Performance States
Because SSD performance can change as it is written, enterprise performance measurement focuses on the steady-state performance region. The following definitions are used in measurements.

This paper assumes a complex definition of steady state, from the SNIA Solid State Storage Initiative’s Performance Test Specification:

•    Max(y) – Min(y) within the measurement window is no more than 20% of the Ave(y) within the measurement window, AND
•    [Max(y) as defined by the linear curve fit of the data with the measurement window] - [Max(y) as defined by the linear curve fit of the data with the measurement window] is within 10% of the average within the measurement window.

A full drive is one that has been overwritten some multiple (could be 1X) of the user-accessible LBA space by a fixed pattern that may vary from the test stimulus (i.e., 2X user LBA space written sequentially with 128K transfers).

Worst case performance is when the drive has been stimulated over some fixed time with a workload intentionally designed to demonstrate the drive’s worst possible performance.  For example, this type of stimulus may include (but is not limited to) small transfers mixed with large transfers and intentionally misaligned writes.

Test Sequence
The mechanics of enterprise SSD performance measurement discussed in this paper include:

Figure 1: Test-flow sequence

Purge: Regardless of what has been done previously to the SSD, put the drive in a known, fixed state that emulates the state in which the drive would be received from the manufacturer. This is the fresh-out-of-box (FOB) state. This paper refers to using the secure erase command to place sample SATA SSDs in this state; other methods may be protocol- or vendor-specific.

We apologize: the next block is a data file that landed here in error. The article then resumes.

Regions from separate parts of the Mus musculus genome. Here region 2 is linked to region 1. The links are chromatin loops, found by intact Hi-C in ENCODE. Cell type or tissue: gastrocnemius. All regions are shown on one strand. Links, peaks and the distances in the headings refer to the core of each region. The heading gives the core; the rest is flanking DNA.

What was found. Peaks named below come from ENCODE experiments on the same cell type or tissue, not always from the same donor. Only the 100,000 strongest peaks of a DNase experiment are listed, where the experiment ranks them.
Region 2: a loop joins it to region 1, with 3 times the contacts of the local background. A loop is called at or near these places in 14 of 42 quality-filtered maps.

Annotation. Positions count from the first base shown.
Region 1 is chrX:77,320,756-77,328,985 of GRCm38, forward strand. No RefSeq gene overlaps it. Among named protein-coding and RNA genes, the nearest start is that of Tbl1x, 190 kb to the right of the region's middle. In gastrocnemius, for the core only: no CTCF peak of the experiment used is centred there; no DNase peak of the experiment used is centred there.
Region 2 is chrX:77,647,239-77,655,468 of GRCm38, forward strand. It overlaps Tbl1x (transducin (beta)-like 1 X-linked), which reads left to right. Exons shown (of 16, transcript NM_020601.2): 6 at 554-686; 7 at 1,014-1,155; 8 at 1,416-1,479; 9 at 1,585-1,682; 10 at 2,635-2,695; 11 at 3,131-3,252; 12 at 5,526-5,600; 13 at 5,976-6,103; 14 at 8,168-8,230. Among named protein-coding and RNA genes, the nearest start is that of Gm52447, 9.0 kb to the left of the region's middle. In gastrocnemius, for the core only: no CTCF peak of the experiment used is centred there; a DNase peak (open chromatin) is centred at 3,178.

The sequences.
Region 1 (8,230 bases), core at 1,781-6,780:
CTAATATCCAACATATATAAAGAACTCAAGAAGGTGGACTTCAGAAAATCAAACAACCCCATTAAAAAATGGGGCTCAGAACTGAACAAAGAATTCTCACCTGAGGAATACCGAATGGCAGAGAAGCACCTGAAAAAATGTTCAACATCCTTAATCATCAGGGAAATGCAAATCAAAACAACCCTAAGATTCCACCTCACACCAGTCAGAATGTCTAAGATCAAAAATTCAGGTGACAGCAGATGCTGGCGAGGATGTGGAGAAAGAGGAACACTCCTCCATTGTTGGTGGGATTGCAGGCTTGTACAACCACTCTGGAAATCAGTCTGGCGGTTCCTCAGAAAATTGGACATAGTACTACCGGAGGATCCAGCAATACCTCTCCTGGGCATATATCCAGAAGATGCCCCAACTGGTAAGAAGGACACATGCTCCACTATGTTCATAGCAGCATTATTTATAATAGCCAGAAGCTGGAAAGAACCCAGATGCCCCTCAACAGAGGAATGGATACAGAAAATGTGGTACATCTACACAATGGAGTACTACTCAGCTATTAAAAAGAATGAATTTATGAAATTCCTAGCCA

Precondition: Following SNIA’s Performance Test Specification for workload-independent precondition; writes the drive with 128KB sequential transfers aligned to 4K boundaries.

Test: For any metric of interest, test only one metric at a time, and test into steady state.

Collect & Report: At the end of the test run, results are compiled, drive performance from FOB to steady state is analyzed, and then steady-state performance values are recorded.

Setting Up the Test Platform
This section gives an example of host configuration using Microsoft Windows Server 2008; other operating systems should be treated similarly.

To ensure run-to-run consistency, fix a service pack and patch level, and then disable the operating system from installing updates because automatic installation may cause an automatic system restart, without regard to a test that may be running, which can result in run-to-run variance. Note: This setting may not be in accordance with your personal or corporate security policy. Micron assumes no responsibility for any consequences of this setting or its adjustment. This information is provided for reference only. Because most SSD performance measurement is done on an isolated system, this may be less of an issue, but you should know and understand your corporate security policy.

Figure 2: Change operating system settings

Next, you need to endure that the SSD is recognized. First, open the Disk Manager, locate the SSD to be tested, and then check that the drive does not contain a partition. Then, although the disk number assigned to the SSD may vary, ensure that the SSD is visible, as shown in the center of Figure 3. You may have to mark the SSD as online manually, and you may also have to initialize the SSD. (Note: Initializing the SSD is not the same as formatting it. You should see a prompt for initializing the disk. Click Yes, and then select the MBR option.)

Figure 3: Locate the SSD and check partitioning

If the SSD being tested does not support a complete power-backup solution (all volatile areas protected by an internal power-backup mechanism), then, for purposes of this discussion, the write cache option is disabled, as shown in Figure 4.

Figure 4: Disable write caching